full adoption of the bill could result in what he called "serious
consequences for Belarusian authorities."
Europe's biggest security and rights body, the Organization for
Security and Cooperation and Europe (OSCE), said it is "gravely concerned"
about the legislation. An OSCE statement said the bill's provisions
"have the potential to become a flagrant violation of a number of the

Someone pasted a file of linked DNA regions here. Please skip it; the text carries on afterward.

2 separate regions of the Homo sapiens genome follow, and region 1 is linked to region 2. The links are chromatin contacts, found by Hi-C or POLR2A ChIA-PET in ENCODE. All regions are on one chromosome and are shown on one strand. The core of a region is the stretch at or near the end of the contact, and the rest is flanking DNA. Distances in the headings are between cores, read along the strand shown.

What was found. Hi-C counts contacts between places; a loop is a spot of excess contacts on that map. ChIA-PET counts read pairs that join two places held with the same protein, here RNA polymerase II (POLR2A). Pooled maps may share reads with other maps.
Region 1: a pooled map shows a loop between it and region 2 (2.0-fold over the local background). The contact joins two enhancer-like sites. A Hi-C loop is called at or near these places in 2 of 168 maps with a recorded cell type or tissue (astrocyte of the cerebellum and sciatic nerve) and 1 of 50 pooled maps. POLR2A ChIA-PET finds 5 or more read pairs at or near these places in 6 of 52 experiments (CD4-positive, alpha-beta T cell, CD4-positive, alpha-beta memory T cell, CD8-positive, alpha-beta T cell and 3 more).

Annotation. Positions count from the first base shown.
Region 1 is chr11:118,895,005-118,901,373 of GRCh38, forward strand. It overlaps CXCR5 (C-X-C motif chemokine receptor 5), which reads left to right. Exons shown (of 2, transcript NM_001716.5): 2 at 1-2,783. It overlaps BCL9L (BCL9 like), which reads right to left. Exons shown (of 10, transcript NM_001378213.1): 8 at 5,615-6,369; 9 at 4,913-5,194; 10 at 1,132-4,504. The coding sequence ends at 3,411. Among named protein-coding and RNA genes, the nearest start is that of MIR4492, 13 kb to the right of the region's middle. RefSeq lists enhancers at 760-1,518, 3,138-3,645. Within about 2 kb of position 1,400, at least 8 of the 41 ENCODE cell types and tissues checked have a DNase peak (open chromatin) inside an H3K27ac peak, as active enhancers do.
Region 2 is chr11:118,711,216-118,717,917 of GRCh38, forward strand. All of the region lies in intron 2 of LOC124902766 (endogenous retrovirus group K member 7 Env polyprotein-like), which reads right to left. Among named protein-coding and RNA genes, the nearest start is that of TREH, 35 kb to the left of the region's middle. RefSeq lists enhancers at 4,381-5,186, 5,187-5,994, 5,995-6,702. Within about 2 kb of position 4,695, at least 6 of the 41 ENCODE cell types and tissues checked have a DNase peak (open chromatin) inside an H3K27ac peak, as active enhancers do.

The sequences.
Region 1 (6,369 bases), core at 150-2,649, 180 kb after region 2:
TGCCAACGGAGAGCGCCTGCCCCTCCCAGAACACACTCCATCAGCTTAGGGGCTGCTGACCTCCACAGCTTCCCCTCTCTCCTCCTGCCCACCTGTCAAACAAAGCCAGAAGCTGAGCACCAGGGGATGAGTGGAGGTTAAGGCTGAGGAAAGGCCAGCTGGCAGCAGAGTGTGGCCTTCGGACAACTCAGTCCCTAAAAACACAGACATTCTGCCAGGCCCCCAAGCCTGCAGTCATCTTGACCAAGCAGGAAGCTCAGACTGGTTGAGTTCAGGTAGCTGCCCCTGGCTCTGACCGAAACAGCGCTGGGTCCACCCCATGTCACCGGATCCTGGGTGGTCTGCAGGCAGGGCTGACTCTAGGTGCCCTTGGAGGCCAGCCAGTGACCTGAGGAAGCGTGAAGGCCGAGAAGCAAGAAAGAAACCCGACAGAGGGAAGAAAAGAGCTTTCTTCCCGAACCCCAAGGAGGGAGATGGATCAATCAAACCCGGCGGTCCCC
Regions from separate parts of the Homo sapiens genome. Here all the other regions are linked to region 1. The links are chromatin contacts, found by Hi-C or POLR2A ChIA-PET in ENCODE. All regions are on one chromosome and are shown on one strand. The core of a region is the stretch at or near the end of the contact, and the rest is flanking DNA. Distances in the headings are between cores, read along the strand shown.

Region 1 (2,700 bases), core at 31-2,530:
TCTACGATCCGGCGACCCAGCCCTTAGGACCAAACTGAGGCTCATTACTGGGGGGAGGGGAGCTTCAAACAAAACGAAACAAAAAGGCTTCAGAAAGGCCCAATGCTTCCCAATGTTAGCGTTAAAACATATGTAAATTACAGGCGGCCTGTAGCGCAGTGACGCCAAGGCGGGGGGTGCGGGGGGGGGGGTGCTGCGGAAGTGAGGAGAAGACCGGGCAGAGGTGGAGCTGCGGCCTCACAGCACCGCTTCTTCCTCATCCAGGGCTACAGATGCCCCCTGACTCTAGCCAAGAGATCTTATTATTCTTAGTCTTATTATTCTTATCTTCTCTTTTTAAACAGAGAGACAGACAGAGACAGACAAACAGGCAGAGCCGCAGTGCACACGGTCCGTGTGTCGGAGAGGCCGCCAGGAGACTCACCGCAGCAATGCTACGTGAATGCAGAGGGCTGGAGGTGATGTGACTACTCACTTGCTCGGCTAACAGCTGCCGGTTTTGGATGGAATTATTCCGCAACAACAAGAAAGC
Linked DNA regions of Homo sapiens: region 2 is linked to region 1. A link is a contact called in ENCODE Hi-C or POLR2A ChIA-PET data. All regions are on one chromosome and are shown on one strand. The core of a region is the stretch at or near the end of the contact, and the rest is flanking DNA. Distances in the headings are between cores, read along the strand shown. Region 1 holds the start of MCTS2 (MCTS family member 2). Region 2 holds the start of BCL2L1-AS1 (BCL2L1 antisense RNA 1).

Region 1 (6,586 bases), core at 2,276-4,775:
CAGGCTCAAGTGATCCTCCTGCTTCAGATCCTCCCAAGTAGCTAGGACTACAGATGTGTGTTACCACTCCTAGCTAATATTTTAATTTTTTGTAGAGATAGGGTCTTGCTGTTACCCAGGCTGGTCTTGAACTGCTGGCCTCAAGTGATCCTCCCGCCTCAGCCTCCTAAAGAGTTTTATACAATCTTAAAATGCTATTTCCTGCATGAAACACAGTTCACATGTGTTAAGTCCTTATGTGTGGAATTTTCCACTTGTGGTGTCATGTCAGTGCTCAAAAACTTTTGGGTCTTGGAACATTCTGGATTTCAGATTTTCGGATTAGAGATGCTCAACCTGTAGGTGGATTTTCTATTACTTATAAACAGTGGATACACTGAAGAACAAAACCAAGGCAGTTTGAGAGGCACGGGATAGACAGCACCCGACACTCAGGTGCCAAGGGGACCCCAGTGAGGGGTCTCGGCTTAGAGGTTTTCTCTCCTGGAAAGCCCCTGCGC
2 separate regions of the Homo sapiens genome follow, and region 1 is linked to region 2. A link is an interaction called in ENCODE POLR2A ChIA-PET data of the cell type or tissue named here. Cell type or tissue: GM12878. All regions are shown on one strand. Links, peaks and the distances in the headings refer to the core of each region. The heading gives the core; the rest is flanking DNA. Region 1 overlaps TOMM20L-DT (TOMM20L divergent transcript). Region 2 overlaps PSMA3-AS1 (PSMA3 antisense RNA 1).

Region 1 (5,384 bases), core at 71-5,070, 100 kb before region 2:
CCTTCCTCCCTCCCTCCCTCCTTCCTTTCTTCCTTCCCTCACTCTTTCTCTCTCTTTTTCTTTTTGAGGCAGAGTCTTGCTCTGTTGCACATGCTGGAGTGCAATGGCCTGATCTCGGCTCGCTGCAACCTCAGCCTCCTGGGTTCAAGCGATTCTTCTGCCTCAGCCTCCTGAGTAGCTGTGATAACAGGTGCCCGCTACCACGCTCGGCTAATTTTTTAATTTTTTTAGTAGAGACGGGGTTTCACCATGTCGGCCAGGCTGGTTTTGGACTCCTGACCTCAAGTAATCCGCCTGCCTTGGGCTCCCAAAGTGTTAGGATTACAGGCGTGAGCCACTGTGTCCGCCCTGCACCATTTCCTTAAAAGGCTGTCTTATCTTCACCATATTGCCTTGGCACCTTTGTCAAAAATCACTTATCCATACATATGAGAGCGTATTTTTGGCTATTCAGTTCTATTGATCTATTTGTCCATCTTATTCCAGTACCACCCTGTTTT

OSCE principles and commitments that Belarus has subscribed to."
But the Belarusian security service, the KGB, said the legislation is necessary as the country prepares for a
poll next year to prevent street protests such as those that brought
opposition leaders to power in the former Soviet republics of Georgia,
Ukraine, and Kyrgyzstan.
The bill now goes to the upper house, the Council of the Republic, for final approval.